So I know one of the acquisitions you’ve made is Mental Floss? I loved Mental Floss back in the day. I used to fly to the States, probably almost 10 years ago, I would fly at least once a month, and I always tried to buy Mental Floss in print, and I absolutely loved it. And I still look at it online, but I’m just wondering, okay, so one of the things is, why did you buy it? Why was that an acquisition that you thought was interesting for you? And the other question around Mental Floss is – because it’s not in print any longer – but is that affinity that was there with print, has it come to digital? Do you still have that?

So yes. So about a year ago, we decided to start looking for acquisitions. And the reason is that a) we believe that we have reached a certain scale that allowed us to look to add to our team, we thought that our technology platform was flexible enough and robust enough to be able to digest other publishers into it. And we thought that we have built a global infrastructure across all publishing functions to be able to take a brand such as Mental Floss to the next level.

The reason we picked Mental Floss as our first acquisition was, we’ve been looking hard, we have examined dozens of potential targets.

And it’s actually the opinion of avid fans like yourself, we’re really passionate about the brand that the content for over 15 years now. It’s over 10 million unique users digitally – to your question, that come to the site every month that’s proved to us the potential, the great quality of the content, the great engagement with advertisers.

Mental Floss is our first non-sports publishing play, and we have been witnessing more and more demand from our advertising partners to diversify our audience, more into female and other content categories, and we thought it’s quite complimentary from a coverage standpoint, and so, those are the reasons behind picking Mental Floss as the first acquisition. And again, it’s been very successful and provided us with the appetite to go and look for similar, great acquisition targets.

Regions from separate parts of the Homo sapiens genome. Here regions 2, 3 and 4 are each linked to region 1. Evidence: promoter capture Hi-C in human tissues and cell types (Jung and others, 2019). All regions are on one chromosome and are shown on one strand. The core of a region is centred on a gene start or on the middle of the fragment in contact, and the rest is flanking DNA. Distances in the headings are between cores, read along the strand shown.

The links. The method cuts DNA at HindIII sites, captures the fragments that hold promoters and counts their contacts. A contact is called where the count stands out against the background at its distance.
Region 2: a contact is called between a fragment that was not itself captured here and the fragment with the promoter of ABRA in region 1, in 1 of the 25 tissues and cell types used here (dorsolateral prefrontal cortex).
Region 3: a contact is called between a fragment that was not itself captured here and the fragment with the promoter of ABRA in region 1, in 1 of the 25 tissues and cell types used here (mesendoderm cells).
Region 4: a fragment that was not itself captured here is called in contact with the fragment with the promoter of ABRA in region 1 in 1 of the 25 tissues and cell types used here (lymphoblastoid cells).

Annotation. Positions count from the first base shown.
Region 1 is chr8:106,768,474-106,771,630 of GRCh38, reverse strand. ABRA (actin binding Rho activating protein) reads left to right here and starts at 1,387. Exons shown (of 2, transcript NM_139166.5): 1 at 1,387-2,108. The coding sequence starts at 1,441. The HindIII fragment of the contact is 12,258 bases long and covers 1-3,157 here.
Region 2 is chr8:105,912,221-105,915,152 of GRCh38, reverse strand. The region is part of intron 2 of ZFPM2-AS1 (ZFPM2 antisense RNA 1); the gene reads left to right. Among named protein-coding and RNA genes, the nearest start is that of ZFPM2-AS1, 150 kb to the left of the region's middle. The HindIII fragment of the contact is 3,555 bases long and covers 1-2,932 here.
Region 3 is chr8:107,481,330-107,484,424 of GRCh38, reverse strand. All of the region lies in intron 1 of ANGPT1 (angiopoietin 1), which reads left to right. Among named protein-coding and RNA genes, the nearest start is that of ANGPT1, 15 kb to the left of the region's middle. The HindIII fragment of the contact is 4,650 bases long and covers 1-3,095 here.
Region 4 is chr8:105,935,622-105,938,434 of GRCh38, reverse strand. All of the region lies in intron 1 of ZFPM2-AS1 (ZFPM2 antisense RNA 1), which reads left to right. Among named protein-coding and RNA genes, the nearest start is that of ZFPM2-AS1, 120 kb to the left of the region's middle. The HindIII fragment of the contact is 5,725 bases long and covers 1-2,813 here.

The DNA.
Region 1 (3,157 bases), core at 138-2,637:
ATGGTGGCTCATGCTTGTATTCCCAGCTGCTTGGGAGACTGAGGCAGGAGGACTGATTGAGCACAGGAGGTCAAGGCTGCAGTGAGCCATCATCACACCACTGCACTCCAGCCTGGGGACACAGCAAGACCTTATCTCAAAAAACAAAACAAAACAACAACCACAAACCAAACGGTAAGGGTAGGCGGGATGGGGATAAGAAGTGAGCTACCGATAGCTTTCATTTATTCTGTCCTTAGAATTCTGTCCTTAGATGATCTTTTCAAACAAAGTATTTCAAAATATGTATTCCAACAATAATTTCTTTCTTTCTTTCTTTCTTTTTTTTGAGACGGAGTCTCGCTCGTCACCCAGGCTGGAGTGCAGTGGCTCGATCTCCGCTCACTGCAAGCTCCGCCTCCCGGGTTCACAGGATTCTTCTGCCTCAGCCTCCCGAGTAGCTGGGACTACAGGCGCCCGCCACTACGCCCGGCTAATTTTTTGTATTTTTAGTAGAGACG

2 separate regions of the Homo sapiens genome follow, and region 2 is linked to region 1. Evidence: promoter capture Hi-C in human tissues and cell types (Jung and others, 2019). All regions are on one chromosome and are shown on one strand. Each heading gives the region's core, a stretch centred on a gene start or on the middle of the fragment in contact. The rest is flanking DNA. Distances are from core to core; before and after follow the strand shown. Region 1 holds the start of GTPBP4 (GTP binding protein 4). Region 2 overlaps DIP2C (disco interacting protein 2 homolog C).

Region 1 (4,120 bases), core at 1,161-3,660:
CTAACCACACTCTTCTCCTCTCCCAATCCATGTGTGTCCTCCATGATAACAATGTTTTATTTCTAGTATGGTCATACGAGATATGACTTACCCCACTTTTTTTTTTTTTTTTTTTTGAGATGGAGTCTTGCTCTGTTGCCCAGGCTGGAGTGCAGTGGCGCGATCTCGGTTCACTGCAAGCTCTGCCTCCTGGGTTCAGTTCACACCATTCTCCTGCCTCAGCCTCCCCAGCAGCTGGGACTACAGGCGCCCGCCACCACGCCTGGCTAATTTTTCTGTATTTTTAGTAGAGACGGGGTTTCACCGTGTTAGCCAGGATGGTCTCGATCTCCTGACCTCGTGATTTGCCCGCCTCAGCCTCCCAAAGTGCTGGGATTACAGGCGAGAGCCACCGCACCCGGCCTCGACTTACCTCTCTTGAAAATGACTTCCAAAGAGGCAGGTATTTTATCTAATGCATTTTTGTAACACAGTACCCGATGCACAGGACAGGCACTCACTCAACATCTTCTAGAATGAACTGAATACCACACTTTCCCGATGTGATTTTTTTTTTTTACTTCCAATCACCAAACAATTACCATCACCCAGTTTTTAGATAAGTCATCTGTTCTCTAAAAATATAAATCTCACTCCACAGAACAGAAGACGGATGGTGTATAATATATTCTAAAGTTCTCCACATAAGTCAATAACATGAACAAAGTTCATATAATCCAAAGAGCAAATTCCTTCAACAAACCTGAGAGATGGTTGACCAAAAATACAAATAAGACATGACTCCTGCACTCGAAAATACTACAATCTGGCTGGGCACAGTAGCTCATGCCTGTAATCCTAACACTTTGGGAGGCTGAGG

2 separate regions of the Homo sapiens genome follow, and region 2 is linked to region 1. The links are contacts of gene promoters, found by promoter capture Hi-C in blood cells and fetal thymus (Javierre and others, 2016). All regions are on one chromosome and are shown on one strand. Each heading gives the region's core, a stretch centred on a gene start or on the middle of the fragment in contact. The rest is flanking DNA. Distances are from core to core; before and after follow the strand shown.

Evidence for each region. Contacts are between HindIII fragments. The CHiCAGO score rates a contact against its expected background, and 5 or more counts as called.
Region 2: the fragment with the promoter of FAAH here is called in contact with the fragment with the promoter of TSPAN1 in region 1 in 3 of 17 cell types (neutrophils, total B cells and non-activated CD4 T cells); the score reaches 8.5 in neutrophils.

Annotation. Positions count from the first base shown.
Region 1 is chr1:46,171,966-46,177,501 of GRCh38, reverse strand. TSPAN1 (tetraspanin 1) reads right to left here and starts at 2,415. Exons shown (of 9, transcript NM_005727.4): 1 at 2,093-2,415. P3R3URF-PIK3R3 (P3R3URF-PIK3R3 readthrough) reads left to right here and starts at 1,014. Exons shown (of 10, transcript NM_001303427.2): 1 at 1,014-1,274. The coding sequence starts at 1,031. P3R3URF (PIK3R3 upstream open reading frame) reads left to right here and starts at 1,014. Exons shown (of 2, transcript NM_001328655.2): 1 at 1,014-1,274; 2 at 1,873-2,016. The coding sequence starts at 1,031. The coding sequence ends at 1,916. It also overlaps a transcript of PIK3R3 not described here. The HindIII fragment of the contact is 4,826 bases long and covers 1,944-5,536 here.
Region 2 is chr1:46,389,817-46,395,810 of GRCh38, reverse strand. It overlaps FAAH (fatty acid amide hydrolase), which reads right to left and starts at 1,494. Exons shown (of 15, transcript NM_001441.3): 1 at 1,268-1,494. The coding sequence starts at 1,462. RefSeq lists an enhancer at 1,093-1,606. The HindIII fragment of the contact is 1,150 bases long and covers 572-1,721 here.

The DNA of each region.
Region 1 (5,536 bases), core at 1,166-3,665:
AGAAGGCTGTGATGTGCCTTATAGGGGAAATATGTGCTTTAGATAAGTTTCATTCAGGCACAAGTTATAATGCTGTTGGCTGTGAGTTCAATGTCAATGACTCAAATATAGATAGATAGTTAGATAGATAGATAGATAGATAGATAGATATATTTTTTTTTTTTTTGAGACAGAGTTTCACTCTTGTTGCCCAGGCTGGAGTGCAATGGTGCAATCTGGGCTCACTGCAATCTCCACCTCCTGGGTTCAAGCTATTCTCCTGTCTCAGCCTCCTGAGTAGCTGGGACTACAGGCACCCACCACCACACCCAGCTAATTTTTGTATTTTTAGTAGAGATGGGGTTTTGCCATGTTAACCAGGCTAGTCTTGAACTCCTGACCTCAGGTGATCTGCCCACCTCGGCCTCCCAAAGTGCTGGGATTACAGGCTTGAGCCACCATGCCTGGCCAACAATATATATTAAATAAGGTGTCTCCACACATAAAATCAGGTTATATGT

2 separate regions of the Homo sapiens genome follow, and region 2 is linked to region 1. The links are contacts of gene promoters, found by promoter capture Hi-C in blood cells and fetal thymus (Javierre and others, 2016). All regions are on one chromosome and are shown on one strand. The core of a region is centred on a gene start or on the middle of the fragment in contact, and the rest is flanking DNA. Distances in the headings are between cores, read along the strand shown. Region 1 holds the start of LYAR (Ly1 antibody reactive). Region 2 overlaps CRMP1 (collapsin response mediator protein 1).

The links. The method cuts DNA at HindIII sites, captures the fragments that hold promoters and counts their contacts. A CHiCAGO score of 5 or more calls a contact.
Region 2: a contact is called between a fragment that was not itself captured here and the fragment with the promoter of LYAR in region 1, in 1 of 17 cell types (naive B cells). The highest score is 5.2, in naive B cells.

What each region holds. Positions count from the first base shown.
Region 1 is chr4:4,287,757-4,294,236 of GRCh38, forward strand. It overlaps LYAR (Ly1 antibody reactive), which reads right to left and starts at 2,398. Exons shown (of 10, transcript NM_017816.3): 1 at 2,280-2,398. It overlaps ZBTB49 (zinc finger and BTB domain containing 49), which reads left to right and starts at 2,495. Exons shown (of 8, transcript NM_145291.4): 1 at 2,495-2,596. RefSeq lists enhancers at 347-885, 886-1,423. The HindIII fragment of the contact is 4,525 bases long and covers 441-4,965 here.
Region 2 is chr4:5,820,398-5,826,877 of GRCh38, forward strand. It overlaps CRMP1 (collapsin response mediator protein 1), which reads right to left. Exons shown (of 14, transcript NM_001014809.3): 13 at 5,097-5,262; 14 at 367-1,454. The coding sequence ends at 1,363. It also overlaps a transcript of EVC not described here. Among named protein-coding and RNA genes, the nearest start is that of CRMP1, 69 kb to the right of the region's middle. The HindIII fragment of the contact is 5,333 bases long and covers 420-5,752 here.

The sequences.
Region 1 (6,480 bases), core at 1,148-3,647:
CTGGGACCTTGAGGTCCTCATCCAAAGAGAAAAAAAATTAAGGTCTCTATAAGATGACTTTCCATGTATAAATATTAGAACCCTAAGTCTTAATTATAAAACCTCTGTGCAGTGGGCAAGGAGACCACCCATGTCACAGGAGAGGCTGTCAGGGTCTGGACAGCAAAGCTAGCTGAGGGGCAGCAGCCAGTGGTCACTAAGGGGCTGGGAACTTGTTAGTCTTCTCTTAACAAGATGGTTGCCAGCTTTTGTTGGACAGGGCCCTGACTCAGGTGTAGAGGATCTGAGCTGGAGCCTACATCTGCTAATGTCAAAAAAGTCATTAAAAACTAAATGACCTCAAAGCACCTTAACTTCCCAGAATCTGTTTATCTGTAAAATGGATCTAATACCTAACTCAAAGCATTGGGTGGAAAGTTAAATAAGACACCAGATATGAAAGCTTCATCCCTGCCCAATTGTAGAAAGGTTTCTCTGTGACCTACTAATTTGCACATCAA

So are you looking? You’re looking for more acquisitions in the future?

Yes, following the success of Mental Floss, we’ve acquired a second publisher, another very successful play for us. A company called The Big Lead, an American sports publisher focusing on the business side of sports, which we have acquired from the USA Today, from Gannett.

Also super happy with this one, and the answer is yes, we’re about to announce our third acquisition within the next couple of months, and expect to continue to acquire at least three to four additional top notch publishers next year in 2020.

I mean going back to Mental Floss, I guess what’s interesting is that fan mentality. The idea that I loved Mental Floss because I’m a fact geek, and that’s what Mental Floss is all about. And I guess a lot of sports fans, they love their stats, they love the information that’s involved in sports publishing. Is that something that underplays what you’re looking for in an acquisition?

Yeah, I would say we’re looking for a significant passion of an audience for a content category. So we would be less interested in content that reflects less engagement with its user base, and when the engagement is there, we believe that that’s where we can best exploit the products that we have built and the experiences that we enable, where the passion for the content is there.

And is Mental Floss doing okay digital-only?